User In-Experience

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Tuesday, November 16, 2010

Dynamic Entity Binding–Validation

Last post, I described a method to create a loosely typed business object that supports binding with change notification.  This post I’m going to add validation support. 

I have chosen to use the INotifyDataErrorInfo interface to implement validation notification since it provides the richest functionality for this purpose.  IDataErrorInfo uses an indexer to report errors, which conflicts with the indexer I already have for retrieving fields from the entity.

So first step is to add that interface to the class:

public class DynamicEntity : INotifyCollectionChanged, INotifyPropertyChanged, INotifyDataErrorInfo


This interface defines two methods and an event:



bool HasErrors { get; }
event EventHandler<DataErrorsChangedEventArgs> ErrorsChanged;
IEnumerable GetErrors(string propertyName);


What we need is a place to store errors.  To keep the example simple, I’ll just create a list of strings on the Field class:



public List<String> Errors { get; private set; }


Now the interface can be implemented by querying this property:



	private void RaiseErrorsChanged(string propertyName)
        {
            string arg = string.Format("Item[{0}]", propertyName);
            if (ErrorsChanged != null) { ErrorsChanged(this, new DataErrorsChangedEventArgs(arg)); }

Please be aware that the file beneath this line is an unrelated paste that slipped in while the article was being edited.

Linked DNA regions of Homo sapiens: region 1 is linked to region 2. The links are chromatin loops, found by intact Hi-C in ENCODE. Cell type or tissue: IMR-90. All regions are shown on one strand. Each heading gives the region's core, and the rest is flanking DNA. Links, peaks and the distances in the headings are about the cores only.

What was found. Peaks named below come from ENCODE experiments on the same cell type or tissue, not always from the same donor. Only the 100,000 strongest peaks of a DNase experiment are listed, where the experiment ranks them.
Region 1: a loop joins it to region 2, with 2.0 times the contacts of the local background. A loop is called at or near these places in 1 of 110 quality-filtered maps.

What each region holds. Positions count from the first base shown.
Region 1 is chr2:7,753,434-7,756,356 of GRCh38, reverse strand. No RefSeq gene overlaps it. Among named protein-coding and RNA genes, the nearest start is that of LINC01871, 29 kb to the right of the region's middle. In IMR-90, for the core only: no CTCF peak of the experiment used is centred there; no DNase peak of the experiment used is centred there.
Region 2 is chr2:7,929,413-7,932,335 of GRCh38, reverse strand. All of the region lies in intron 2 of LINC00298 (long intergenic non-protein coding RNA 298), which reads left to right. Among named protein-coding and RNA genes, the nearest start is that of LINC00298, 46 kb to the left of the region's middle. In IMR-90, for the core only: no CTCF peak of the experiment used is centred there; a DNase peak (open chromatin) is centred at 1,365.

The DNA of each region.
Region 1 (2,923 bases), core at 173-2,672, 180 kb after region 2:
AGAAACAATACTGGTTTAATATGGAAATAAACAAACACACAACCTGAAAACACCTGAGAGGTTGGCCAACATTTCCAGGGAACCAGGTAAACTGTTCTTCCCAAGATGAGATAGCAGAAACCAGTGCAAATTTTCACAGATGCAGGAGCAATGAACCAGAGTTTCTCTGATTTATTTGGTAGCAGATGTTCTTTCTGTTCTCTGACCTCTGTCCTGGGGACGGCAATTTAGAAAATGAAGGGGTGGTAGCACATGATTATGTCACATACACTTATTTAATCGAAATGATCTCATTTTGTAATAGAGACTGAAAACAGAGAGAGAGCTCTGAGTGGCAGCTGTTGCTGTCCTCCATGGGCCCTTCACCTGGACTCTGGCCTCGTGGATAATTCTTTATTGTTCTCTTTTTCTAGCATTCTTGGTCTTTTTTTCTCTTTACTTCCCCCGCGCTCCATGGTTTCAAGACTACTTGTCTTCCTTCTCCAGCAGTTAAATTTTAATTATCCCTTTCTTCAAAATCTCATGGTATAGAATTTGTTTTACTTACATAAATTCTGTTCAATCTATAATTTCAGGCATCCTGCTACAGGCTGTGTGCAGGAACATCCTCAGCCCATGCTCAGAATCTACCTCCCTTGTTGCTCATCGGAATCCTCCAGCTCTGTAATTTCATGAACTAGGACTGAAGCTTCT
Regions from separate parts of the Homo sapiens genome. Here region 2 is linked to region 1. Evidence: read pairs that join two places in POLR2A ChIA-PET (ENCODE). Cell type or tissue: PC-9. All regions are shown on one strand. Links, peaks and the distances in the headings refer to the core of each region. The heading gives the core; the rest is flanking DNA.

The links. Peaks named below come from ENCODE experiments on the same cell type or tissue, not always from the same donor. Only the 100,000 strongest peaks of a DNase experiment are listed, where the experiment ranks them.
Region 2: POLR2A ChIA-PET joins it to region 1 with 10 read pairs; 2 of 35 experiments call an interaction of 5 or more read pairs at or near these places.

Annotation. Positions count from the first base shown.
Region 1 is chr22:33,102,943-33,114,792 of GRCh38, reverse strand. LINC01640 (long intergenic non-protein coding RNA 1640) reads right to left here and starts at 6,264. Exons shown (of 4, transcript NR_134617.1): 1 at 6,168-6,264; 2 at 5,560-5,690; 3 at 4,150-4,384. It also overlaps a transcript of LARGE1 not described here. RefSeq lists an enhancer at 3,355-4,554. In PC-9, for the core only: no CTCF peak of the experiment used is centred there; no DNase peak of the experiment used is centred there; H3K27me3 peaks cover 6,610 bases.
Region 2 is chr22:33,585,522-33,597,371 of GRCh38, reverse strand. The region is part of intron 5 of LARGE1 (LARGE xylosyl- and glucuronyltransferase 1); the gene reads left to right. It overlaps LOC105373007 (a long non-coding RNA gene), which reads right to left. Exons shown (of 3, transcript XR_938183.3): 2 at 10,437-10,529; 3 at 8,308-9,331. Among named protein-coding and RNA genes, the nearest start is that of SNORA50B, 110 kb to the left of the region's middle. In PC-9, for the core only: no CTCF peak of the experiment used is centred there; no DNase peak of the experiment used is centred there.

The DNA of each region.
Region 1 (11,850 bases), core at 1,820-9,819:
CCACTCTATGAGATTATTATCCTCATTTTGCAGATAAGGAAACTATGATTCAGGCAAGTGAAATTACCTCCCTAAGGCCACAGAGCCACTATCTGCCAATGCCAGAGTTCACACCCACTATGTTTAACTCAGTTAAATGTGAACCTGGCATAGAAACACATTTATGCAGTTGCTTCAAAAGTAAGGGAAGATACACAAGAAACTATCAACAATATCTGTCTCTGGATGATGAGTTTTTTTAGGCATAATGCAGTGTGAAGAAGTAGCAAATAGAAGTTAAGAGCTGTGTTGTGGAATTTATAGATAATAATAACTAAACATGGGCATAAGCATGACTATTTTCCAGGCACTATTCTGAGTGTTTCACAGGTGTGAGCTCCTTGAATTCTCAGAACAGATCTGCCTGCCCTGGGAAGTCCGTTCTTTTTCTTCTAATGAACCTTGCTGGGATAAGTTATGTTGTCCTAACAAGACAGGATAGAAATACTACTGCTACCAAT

}
        public event EventHandler<DataErrorsChangedEventArgs> ErrorsChanged;
        public System.Collections.IEnumerable GetErrors(string propertyName)
        {
            if (string.IsNullOrEmpty(propertyName)) return null;
                        
            string key = GetBindingKey(propertyName);
            Field field = Fields[key];
            return field.Errors;
        }
        public bool HasErrors
        {
            get
            {
                var query = from field in Fields.Values
                            where field.Errors.Count > 0
                            select field;
                return query.ToList().Count > 0;
            }
        }


The first is just a helper method for raising the event.  The key is the property value used to bind to the field using the indexer format Item[PropertyName].  GetErrors retrieves the list of errors for the indicated field.  HasErrors simply counts the number of errors in all fields and returns true if there is at least one.



Now to populate the errors we need some validation rules defined.  I started with a base validator which implements the core functionality:



 public abstract class Validator : LocalizedObject
    {
        private string _ErrorMessage;
        public virtual string ErrorMessage
        {
            get
            {
                return _ErrorMessage;
            }
            protected set
            {
                _ErrorMessage = value;
            }
        }
        public Validator() { }
        public Validator(string errorMessage)
        {
            ErrorMessage = errorMessage;
        }
        public abstract bool Validate(object value);
    }


This is simply a property to set the message on and a method to call to validate the entity with.  A required validator can now be created using this base class: